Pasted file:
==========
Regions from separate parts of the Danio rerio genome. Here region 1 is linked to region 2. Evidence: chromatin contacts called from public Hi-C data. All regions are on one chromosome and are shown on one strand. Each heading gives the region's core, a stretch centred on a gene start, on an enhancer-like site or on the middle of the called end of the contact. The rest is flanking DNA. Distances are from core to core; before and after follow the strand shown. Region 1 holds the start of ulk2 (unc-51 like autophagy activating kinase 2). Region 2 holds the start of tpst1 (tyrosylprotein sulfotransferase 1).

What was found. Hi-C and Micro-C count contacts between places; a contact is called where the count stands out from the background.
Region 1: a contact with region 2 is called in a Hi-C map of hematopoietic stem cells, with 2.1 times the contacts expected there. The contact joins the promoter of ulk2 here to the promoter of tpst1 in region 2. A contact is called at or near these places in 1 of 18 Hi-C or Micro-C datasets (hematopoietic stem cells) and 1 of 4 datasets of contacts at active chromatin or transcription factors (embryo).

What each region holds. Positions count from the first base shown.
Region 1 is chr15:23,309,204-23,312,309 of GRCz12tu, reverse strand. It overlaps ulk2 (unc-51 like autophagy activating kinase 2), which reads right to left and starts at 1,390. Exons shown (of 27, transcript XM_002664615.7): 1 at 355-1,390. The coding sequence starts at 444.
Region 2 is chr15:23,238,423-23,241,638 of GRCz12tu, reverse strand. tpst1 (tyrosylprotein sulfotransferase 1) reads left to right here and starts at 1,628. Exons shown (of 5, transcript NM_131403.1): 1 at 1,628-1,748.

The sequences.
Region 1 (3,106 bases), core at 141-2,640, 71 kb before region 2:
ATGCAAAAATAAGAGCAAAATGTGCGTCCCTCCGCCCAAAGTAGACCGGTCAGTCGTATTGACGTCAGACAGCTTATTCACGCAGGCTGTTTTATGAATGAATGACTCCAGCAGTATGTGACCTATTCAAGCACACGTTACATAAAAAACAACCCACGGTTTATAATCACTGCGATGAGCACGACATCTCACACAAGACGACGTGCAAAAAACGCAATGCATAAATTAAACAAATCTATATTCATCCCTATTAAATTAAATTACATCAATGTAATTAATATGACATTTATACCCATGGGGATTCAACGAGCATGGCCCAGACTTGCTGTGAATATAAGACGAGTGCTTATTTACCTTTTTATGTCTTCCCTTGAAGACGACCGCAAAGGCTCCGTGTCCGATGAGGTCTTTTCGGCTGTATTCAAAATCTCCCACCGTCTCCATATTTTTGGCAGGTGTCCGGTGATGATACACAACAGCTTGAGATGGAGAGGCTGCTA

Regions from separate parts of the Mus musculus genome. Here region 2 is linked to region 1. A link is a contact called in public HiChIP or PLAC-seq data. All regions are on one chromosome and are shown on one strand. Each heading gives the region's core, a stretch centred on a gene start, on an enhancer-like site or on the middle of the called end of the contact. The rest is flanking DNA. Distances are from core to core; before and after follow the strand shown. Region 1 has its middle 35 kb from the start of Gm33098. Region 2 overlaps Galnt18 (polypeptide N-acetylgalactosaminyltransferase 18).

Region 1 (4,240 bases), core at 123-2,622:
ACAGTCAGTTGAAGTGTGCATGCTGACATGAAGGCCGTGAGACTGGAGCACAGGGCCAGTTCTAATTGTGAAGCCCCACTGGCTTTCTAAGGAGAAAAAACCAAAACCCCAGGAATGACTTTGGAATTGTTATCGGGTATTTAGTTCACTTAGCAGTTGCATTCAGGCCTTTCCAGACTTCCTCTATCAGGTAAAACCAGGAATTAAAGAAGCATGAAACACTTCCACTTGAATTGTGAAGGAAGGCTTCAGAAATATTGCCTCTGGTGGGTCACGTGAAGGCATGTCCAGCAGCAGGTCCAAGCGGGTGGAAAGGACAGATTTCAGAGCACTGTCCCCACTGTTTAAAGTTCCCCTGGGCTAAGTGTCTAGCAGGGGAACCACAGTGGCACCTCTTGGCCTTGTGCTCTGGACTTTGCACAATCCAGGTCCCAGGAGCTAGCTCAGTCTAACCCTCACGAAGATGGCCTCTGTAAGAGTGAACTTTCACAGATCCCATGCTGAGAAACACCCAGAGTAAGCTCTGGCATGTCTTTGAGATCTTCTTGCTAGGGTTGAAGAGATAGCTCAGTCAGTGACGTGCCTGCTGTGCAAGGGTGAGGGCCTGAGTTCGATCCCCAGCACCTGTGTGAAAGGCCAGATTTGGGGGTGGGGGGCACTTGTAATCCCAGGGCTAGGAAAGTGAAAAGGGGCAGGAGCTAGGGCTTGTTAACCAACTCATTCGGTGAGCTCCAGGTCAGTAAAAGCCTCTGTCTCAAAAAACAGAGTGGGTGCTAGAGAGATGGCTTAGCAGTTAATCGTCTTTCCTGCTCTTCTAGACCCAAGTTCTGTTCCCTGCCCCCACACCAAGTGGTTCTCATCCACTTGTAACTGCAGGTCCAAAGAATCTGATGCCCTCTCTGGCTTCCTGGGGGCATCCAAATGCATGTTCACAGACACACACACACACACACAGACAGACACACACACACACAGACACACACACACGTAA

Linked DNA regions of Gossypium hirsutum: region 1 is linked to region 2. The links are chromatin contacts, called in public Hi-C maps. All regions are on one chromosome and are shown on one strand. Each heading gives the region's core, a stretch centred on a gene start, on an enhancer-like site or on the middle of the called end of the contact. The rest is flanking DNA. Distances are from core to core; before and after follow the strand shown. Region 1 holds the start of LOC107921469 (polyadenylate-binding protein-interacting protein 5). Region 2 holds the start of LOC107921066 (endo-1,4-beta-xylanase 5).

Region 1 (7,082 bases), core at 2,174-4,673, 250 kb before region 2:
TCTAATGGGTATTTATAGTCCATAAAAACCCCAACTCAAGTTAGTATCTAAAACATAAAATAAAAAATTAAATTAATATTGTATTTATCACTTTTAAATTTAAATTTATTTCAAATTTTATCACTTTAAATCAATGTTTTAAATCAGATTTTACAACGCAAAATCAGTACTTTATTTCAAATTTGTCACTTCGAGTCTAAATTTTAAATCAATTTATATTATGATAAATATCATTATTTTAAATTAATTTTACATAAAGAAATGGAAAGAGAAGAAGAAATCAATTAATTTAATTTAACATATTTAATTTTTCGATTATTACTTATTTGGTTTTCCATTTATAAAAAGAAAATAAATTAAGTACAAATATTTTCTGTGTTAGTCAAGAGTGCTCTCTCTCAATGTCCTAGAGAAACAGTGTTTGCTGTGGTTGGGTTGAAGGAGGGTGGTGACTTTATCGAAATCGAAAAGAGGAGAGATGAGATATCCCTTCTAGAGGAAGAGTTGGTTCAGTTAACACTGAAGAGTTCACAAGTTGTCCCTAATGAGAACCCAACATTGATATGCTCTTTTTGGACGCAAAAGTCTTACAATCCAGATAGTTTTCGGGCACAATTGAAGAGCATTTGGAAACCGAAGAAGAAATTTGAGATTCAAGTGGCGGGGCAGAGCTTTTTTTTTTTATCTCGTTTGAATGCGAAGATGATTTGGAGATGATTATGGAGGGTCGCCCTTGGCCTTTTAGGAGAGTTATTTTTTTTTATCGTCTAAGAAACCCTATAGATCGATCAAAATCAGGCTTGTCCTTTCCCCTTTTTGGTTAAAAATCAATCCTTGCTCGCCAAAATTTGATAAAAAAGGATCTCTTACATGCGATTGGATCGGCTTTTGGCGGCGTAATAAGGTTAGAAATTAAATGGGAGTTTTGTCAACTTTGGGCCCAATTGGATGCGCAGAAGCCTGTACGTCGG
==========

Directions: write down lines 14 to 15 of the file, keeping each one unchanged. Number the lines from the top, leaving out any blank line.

Region 1 (7,082 bases), core at 2,174-4,673, 250 kb before region 2:
TCTAATGGGTATTTATAGTCCATAAAAACCCCAACTCAAGTTAGTATCTAAAACATAAAATAAAAAATTAAATTAATATTGTATTTATCACTTTTAAATTTAAATTTATTTCAAATTTTATCACTTTAAATCAATGTTTTAAATCAGATTTTACAACGCAAAATCAGTACTTTATTTCAAATTTGTCACTTCGAGTCTAAATTTTAAATCAATTTATATTATGATAAATATCATTATTTTAAATTAATTTTACATAAAGAAATGGAAAGAGAAGAAGAAATCAATTAATTTAATTTAACATATTTAATTTTTCGATTATTACTTATTTGGTTTTCCATTTATAAAAAGAAAATAAATTAAGTACAAATATTTTCTGTGTTAGTCAAGAGTGCTCTCTCTCAATGTCCTAGAGAAACAGTGTTTGCTGTGGTTGGGTTGAAGGAGGGTGGTGACTTTATCGAAATCGAAAAGAGGAGAGATGAGATATCCCTTCTAGAGGAAGAGTTGGTTCAGTTAACACTGAAGAGTTCACAAGTTGTCCCTAATGAGAACCCAACATTGATATGCTCTTTTTGGACGCAAAAGTCTTACAATCCAGATAGTTTTCGGGCACAATTGAAGAGCATTTGGAAACCGAAGAAGAAATTTGAGATTCAAGTGGCGGGGCAGAGCTTTTTTTTTTTATCTCGTTTGAATGCGAAGATGATTTGGAGATGATTATGGAGGGTCGCCCTTGGCCTTTTAGGAGAGTTATTTTTTTTTATCGTCTAAGAAACCCTATAGATCGATCAAAATCAGGCTTGTCCTTTCCCCTTTTTGGTTAAAAATCAATCCTTGCTCGCCAAAATTTGATAAAAAAGGATCTCTTACATGCGATTGGATCGGCTTTTGGCGGCGTAATAAGGTTAGAAATTAAATGGGAGTTTTGTCAACTTTGGGCCCAATTGGATGCGCAGAAGCCTGTACGTCGG